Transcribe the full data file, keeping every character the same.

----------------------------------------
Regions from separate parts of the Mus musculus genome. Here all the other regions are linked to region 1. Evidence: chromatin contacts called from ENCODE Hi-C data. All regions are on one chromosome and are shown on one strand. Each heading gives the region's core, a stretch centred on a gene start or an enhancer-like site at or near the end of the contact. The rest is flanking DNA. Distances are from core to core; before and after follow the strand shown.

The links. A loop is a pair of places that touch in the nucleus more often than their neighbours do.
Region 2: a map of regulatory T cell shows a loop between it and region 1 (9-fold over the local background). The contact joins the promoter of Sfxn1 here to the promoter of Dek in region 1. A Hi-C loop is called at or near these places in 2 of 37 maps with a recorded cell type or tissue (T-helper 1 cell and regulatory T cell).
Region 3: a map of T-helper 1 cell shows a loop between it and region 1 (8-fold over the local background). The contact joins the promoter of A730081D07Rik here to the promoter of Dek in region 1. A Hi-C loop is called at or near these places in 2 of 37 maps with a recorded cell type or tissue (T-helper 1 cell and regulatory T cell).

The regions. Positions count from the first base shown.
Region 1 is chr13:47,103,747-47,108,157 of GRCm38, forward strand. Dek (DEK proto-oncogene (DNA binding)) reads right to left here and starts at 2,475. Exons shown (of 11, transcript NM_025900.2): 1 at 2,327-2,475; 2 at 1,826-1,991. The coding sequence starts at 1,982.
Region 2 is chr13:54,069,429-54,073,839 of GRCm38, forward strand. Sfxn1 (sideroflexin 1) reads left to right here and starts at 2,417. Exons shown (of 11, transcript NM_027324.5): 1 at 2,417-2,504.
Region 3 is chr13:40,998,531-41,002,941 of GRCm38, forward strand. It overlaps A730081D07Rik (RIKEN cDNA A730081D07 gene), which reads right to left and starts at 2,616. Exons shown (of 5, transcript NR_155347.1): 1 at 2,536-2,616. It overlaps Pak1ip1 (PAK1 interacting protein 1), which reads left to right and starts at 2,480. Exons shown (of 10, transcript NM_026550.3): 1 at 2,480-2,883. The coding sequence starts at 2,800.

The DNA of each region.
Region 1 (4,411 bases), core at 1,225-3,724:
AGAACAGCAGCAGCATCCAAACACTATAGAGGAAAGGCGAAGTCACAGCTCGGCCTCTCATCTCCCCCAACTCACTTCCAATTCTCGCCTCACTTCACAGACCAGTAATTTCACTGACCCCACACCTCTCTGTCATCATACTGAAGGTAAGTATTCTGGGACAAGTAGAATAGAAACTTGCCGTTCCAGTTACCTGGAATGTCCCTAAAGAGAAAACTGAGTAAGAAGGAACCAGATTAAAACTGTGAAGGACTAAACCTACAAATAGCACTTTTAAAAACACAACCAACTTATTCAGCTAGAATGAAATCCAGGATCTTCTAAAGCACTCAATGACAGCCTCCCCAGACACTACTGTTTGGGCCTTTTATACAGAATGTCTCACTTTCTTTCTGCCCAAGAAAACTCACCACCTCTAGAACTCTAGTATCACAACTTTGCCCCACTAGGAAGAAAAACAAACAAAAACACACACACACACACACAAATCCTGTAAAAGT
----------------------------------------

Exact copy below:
Regions from separate parts of the Mus musculus genome. Here all the other regions are linked to region 1. Evidence: chromatin contacts called from ENCODE Hi-C data. All regions are on one chromosome and are shown on one strand. Each heading gives the region's core, a stretch centred on a gene start or an enhancer-like site at or near the end of the contact. The rest is flanking DNA. Distances are from core to core; before and after follow the strand shown.

The links. A loop is a pair of places that touch in the nucleus more often than their neighbours do.
Region 2: a map of regulatory T cell shows a loop between it and region 1 (9-fold over the local background). The contact joins the promoter of Sfxn1 here to the promoter of Dek in region 1. A Hi-C loop is called at or near these places in 2 of 37 maps with a recorded cell type or tissue (T-helper 1 cell and regulatory T cell).
Region 3: a map of T-helper 1 cell shows a loop between it and region 1 (8-fold over the local background). The contact joins the promoter of A730081D07Rik here to the promoter of Dek in region 1. A Hi-C loop is called at or near these places in 2 of 37 maps with a recorded cell type or tissue (T-helper 1 cell and regulatory T cell).

The regions. Positions count from the first base shown.
Region 1 is chr13:47,103,747-47,108,157 of GRCm38, forward strand. Dek (DEK proto-oncogene (DNA binding)) reads right to left here and starts at 2,475. Exons shown (of 11, transcript NM_025900.2): 1 at 2,327-2,475; 2 at 1,826-1,991. The coding sequence starts at 1,982.
Region 2 is chr13:54,069,429-54,073,839 of GRCm38, forward strand. Sfxn1 (sideroflexin 1) reads left to right here and starts at 2,417. Exons shown (of 11, transcript NM_027324.5): 1 at 2,417-2,504.
Region 3 is chr13:40,998,531-41,002,941 of GRCm38, forward strand. It overlaps A730081D07Rik (RIKEN cDNA A730081D07 gene), which reads right to left and starts at 2,616. Exons shown (of 5, transcript NR_155347.1): 1 at 2,536-2,616. It overlaps Pak1ip1 (PAK1 interacting protein 1), which reads left to right and starts at 2,480. Exons shown (of 10, transcript NM_026550.3): 1 at 2,480-2,883. The coding sequence starts at 2,800.

The DNA of each region.
Region 1 (4,411 bases), core at 1,225-3,724:
AGAACAGCAGCAGCATCCAAACACTATAGAGGAAAGGCGAAGTCACAGCTCGGCCTCTCATCTCCCCCAACTCACTTCCAATTCTCGCCTCACTTCACAGACCAGTAATTTCACTGACCCCACACCTCTCTGTCATCATACTGAAGGTAAGTATTCTGGGACAAGTAGAATAGAAACTTGCCGTTCCAGTTACCTGGAATGTCCCTAAAGAGAAAACTGAGTAAGAAGGAACCAGATTAAAACTGTGAAGGACTAAACCTACAAATAGCACTTTTAAAAACACAACCAACTTATTCAGCTAGAATGAAATCCAGGATCTTCTAAAGCACTCAATGACAGCCTCCCCAGACACTACTGTTTGGGCCTTTTATACAGAATGTCTCACTTTCTTTCTGCCCAAGAAAACTCACCACCTCTAGAACTCTAGTATCACAACTTTGCCCCACTAGGAAGAAAAACAAACAAAAACACACACACACACACACAAATCCTGTAAAAGT